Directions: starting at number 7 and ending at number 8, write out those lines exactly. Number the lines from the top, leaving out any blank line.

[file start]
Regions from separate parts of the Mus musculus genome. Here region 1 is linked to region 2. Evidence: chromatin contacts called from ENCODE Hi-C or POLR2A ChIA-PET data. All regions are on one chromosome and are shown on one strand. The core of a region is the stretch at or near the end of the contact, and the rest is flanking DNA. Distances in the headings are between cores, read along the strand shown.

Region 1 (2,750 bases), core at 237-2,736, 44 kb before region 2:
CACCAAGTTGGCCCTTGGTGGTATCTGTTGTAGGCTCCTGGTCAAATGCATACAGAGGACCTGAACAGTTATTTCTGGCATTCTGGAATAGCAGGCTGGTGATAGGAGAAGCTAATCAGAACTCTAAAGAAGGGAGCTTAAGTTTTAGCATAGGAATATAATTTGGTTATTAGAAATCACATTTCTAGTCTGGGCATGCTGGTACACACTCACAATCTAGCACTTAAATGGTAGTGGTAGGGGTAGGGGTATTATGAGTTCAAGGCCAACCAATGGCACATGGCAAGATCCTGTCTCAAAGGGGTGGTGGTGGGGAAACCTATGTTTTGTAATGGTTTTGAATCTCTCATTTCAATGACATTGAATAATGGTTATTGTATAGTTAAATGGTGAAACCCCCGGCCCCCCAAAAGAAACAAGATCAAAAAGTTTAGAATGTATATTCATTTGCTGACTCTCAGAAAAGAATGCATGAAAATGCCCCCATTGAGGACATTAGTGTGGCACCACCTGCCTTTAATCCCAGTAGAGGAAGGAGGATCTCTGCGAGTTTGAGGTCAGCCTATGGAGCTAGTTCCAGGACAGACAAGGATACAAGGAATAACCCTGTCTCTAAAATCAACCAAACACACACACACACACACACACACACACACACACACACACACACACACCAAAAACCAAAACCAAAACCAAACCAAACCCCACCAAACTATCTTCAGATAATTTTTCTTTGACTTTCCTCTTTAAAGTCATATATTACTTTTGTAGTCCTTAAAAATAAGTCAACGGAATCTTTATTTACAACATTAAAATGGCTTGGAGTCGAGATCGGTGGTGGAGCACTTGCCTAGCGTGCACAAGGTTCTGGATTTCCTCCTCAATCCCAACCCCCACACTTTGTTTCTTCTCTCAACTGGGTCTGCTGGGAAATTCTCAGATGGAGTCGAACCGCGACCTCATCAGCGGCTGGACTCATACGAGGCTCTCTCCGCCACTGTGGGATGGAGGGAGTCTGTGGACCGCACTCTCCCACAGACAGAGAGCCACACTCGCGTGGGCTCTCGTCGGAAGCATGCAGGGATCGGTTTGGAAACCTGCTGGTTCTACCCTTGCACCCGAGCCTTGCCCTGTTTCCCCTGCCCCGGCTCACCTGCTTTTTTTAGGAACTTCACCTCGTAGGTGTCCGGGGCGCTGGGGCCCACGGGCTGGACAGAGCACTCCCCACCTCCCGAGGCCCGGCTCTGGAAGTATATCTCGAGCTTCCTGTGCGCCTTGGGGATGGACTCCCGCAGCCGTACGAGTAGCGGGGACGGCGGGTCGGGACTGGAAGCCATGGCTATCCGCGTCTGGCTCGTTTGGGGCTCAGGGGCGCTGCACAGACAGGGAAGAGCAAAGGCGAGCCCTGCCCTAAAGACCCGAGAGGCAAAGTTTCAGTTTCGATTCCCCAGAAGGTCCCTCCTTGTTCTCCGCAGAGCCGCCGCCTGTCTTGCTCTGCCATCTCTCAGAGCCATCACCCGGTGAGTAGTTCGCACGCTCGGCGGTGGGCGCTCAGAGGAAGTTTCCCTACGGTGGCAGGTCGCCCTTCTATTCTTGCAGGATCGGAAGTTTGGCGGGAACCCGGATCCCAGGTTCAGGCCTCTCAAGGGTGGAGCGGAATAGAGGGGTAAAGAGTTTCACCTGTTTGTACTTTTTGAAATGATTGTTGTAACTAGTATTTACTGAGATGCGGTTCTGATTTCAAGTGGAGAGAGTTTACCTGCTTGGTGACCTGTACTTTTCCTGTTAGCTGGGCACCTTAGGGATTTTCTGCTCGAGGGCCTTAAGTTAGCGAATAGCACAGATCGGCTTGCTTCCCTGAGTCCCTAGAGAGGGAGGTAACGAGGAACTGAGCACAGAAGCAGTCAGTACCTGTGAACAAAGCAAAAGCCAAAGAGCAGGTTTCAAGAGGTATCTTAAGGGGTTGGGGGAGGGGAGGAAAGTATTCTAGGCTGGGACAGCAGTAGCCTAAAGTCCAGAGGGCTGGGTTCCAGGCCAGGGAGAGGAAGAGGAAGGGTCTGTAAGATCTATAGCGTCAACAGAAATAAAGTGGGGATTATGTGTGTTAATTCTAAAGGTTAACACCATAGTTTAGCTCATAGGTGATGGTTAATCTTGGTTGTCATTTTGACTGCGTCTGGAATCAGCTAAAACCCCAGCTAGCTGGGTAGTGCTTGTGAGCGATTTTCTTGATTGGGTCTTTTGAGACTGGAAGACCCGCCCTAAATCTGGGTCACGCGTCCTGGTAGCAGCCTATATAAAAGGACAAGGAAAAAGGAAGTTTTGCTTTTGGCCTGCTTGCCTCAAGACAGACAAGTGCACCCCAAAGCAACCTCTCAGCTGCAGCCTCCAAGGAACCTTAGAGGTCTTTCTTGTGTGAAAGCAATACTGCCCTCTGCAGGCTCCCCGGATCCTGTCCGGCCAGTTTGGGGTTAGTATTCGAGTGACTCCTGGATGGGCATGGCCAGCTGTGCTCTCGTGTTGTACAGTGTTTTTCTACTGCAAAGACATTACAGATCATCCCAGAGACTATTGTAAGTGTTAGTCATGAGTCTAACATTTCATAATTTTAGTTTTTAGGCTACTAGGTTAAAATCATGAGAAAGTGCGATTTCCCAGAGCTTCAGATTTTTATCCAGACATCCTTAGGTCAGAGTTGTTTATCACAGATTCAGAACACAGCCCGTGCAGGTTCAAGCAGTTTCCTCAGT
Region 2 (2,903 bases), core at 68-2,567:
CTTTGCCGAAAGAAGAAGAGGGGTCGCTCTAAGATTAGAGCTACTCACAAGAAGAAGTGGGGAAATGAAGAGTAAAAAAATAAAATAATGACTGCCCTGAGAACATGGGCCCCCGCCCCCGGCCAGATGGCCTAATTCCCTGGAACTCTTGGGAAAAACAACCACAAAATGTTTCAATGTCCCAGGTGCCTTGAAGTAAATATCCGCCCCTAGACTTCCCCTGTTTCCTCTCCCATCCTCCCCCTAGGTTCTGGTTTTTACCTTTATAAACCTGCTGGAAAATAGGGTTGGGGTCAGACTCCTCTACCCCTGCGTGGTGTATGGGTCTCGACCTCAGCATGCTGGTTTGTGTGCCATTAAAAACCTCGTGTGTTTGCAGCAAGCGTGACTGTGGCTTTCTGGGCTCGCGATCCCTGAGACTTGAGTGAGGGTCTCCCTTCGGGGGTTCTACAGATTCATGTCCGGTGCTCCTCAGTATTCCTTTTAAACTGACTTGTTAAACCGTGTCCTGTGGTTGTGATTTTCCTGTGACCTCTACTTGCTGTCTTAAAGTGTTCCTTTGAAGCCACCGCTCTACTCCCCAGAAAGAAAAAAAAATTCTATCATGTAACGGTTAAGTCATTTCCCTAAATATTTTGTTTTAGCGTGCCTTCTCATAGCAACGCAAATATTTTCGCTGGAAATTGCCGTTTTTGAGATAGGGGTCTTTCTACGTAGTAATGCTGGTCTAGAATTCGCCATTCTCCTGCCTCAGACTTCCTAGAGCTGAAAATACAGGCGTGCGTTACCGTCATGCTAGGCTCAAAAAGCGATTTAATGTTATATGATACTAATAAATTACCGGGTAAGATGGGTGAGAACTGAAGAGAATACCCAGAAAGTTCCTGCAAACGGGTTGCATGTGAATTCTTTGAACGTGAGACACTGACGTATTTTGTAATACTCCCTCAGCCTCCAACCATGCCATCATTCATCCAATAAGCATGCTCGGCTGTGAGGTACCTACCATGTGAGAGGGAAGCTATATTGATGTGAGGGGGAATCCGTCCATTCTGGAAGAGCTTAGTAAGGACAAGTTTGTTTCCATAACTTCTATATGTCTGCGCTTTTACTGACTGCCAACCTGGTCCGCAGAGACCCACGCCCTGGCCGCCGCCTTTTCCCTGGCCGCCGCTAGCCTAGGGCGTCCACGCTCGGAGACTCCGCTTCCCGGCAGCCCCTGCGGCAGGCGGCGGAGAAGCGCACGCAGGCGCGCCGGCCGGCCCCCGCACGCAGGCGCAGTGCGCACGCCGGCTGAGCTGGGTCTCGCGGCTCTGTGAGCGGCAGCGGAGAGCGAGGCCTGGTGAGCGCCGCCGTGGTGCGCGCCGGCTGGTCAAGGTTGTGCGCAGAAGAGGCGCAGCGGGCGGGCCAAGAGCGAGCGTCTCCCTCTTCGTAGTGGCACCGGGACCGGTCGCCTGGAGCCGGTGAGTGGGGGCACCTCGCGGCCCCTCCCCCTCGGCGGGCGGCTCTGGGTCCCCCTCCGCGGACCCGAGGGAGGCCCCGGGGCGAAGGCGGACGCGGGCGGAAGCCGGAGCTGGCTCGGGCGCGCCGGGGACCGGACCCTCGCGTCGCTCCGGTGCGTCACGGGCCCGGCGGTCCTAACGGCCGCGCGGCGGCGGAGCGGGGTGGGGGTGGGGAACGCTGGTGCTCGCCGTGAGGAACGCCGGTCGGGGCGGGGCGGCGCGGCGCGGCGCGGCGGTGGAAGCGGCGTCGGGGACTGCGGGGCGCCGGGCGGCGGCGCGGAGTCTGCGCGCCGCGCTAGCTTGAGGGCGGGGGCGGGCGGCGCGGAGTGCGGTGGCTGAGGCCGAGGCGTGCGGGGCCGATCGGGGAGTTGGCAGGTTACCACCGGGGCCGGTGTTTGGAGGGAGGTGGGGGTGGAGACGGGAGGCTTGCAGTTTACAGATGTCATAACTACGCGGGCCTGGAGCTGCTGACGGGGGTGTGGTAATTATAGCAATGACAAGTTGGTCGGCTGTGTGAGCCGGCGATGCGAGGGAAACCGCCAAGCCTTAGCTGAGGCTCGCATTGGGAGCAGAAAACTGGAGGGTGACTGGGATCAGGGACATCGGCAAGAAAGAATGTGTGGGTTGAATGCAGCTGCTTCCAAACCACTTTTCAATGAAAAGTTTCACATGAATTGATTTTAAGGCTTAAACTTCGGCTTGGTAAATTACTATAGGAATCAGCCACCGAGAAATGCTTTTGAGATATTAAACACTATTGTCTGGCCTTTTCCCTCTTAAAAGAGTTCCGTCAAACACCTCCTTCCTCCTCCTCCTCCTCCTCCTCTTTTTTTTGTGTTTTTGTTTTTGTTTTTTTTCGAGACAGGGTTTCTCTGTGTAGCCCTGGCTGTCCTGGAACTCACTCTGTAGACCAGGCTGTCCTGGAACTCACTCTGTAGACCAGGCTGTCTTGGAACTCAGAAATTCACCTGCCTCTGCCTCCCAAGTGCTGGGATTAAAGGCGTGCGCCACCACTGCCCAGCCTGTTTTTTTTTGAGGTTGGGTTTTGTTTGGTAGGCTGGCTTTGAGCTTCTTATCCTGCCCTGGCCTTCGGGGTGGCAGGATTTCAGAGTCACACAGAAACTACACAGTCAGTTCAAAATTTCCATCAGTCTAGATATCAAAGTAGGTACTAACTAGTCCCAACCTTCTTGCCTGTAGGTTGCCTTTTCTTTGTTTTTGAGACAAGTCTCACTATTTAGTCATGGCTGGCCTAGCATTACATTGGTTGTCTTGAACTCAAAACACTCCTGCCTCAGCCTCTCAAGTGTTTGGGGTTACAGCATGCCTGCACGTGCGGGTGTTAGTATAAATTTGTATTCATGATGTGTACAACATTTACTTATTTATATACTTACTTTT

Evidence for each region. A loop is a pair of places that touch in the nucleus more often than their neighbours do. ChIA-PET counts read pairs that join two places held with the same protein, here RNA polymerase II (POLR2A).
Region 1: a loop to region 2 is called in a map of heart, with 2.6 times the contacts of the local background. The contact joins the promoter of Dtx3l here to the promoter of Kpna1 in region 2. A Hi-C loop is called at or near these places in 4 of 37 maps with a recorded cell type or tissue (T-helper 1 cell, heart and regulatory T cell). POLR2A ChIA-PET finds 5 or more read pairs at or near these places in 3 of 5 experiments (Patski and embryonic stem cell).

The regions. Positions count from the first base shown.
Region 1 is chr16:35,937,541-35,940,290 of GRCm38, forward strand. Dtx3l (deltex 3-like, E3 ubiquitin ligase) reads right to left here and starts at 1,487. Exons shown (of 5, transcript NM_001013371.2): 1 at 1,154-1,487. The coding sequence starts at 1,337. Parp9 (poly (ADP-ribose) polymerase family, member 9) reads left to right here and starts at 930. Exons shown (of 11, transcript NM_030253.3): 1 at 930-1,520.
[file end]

Region 1: a loop to region 2 is called in a map of heart, with 2.6 times the contacts of the local background. The contact joins the promoter of Dtx3l here to the promoter of Kpna1 in region 2. A Hi-C loop is called at or near these places in 4 of 37 maps with a recorded cell type or tissue (T-helper 1 cell, heart and regulatory T cell). POLR2A ChIA-PET finds 5 or more read pairs at or near these places in 3 of 5 experiments (Patski and embryonic stem cell).

The regions. Positions count from the first base shown.